It has been discovered that by modifying the secondary brine treatment process, membrane specification levels of alkaline earth metals in brines that are byproducts of condensation polymerization manufacturing operations may be achieved. Specifically, it has been discovered that if transition metals are first removed, the ion exchange process for alkaline earth metal removal is able to achieve membrane specification levels of alkaline metal concentration in the brine.

Prior to the modified secondary brine treatment process, as contemplated in the instant invention, the raw brine solution, from a condensation polymerization reaction, for instance, preferably undergoes primary brine treatment. Primary brine treatment helps to minimize the impurities in the brine solution before secondary brine treatment.

As mentioned, in primary brine treatment, the brine pH is elevated to above about 10 in the presence of a molar excess of carbonate ion in order to precipitate alkaline earth and transition metals as their carbonates and/or hydroxides, followed by a filtering and/or settling process such as clarification. This is followed by acidification and stripping of the brine to remove carbonate ion as well as volatile organic contaminants such as organic solvents and dissolved catalysts. Additional treatment such as adsorption may be utilized as necessary to remove organic species such as monomer and low molecular weight oligomer from the brine.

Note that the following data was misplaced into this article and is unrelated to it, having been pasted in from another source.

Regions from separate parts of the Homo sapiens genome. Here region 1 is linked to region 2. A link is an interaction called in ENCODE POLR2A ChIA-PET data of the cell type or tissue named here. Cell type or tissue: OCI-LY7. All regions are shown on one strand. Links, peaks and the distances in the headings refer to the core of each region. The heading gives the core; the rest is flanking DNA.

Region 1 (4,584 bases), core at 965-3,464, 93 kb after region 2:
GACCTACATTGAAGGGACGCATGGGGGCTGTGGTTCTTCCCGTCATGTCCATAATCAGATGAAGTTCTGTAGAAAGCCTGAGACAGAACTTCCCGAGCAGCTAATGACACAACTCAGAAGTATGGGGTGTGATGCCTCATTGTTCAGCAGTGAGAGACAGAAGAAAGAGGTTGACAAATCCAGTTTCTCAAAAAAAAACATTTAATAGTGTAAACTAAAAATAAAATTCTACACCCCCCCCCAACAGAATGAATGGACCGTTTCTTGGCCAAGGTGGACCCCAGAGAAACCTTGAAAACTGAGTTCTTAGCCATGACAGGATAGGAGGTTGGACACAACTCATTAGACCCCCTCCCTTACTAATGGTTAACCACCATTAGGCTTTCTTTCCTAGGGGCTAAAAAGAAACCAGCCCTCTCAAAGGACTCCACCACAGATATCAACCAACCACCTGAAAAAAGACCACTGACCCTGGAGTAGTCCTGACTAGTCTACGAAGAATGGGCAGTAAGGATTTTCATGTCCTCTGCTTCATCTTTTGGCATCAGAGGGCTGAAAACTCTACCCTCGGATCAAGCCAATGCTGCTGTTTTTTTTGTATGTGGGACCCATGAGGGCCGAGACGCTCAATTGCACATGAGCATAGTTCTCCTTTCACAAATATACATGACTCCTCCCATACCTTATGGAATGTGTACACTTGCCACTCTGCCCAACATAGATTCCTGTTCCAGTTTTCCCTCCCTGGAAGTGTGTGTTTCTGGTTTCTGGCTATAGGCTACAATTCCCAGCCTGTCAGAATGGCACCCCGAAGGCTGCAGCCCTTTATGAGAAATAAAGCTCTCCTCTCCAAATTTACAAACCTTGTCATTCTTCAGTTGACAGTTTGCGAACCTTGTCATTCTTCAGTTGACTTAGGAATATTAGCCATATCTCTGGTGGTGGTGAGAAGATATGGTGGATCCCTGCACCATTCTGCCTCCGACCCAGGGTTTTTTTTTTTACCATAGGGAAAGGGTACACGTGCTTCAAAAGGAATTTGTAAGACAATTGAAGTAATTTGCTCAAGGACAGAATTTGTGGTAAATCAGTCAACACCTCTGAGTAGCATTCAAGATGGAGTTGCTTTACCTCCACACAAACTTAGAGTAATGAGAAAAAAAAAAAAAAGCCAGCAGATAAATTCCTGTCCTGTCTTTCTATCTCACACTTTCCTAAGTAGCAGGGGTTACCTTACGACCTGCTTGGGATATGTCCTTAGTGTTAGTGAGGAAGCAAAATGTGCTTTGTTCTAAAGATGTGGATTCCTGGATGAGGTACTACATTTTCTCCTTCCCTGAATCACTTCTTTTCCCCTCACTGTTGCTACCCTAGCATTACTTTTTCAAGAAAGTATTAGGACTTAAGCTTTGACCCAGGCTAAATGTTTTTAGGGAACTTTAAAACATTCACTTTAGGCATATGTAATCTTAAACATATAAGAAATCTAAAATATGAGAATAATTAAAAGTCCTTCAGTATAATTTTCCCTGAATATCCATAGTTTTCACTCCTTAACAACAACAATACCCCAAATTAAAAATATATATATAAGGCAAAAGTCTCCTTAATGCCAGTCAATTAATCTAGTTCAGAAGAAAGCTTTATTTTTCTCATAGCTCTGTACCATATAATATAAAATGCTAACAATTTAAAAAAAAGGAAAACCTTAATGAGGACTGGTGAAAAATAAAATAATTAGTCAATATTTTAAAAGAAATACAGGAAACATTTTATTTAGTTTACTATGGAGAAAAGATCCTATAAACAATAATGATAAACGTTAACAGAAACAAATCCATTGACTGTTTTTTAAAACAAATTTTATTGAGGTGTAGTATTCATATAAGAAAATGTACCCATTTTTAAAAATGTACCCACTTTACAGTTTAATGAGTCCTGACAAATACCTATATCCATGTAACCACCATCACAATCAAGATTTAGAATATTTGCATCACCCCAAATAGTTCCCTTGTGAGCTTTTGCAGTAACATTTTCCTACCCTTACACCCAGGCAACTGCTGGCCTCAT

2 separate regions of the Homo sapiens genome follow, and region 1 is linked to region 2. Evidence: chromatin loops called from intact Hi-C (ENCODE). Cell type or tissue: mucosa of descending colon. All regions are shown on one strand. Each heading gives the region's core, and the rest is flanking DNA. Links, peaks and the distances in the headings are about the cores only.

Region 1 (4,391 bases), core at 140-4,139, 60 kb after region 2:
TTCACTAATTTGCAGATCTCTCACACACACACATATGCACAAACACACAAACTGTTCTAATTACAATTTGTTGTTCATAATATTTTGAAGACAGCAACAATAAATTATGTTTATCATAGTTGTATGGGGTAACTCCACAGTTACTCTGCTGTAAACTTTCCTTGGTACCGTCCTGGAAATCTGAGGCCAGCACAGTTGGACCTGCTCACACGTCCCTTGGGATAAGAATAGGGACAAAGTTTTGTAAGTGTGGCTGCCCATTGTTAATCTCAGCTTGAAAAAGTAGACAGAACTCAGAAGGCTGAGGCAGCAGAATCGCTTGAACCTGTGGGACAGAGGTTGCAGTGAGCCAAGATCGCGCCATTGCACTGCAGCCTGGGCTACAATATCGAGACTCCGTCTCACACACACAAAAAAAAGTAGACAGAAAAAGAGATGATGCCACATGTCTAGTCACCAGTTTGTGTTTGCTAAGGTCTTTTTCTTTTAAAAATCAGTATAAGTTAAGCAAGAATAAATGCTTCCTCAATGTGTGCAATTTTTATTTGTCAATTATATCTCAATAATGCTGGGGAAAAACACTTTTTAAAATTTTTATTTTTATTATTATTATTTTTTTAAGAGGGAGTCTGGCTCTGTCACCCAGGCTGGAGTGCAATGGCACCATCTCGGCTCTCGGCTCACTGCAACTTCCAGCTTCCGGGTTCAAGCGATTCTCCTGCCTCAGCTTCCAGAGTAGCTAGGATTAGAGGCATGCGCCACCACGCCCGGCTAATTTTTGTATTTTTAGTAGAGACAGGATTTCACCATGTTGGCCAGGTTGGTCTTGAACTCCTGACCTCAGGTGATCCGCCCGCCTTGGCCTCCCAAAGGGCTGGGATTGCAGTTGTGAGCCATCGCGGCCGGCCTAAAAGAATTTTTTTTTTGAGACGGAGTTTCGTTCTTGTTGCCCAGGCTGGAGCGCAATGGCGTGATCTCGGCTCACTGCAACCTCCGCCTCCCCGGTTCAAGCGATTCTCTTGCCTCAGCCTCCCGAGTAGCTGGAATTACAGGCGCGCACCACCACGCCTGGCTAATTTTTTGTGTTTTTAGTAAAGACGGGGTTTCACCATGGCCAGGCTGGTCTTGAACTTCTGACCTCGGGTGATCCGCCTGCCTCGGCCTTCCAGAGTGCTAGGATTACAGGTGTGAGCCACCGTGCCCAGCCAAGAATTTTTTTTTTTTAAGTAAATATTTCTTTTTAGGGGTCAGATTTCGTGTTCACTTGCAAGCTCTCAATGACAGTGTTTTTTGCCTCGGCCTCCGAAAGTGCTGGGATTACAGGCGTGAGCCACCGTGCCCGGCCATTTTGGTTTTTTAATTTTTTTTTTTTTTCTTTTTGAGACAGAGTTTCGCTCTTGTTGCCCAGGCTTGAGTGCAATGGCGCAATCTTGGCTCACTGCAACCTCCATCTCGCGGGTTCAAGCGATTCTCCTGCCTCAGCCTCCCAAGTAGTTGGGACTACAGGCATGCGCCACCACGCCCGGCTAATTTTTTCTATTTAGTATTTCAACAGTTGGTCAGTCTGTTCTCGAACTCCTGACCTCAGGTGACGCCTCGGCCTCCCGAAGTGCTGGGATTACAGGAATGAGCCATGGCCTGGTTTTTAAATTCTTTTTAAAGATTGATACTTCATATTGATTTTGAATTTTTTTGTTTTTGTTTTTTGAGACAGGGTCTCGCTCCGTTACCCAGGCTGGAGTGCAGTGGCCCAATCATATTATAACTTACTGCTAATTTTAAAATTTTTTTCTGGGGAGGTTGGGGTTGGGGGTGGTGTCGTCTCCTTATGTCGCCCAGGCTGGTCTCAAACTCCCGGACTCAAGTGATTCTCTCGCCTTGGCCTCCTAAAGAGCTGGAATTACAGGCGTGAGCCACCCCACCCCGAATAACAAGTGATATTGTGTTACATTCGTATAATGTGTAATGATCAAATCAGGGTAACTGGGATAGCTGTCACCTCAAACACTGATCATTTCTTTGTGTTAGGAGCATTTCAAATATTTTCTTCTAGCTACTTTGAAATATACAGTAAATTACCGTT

In the present invention, the adjustment of the pH to produce some free ferric iron is utilized after primary brine treatment. The removal of iron and other trivalent species in a first stage is necessary to enable successful removal of divalent alkaline earth metal cations in a second stage and thus achieve membrane specification levels of alkaline earth metals in the brine, which prevents fouling of the membrane.

In the present invention, a two stage process is employed, preferably after primary brine treatment. In a first stage, the pH of the brine solution is adjusted to a pH of from about 2 to about 4 and the brine solution is passed through a first functionalized resin; the first functionalized resin having functional groups capable of removing multivalent metal cations, including iron cations, from the brine solution. In a second stage, the pH of the brine solution is adjusted to a pH of from about 9 to about 11.5 and the brine solution is passed through a second functionalized resin, the second functionalized resin having functional groups capable of removing alkaline earth metal cations from the brine solution.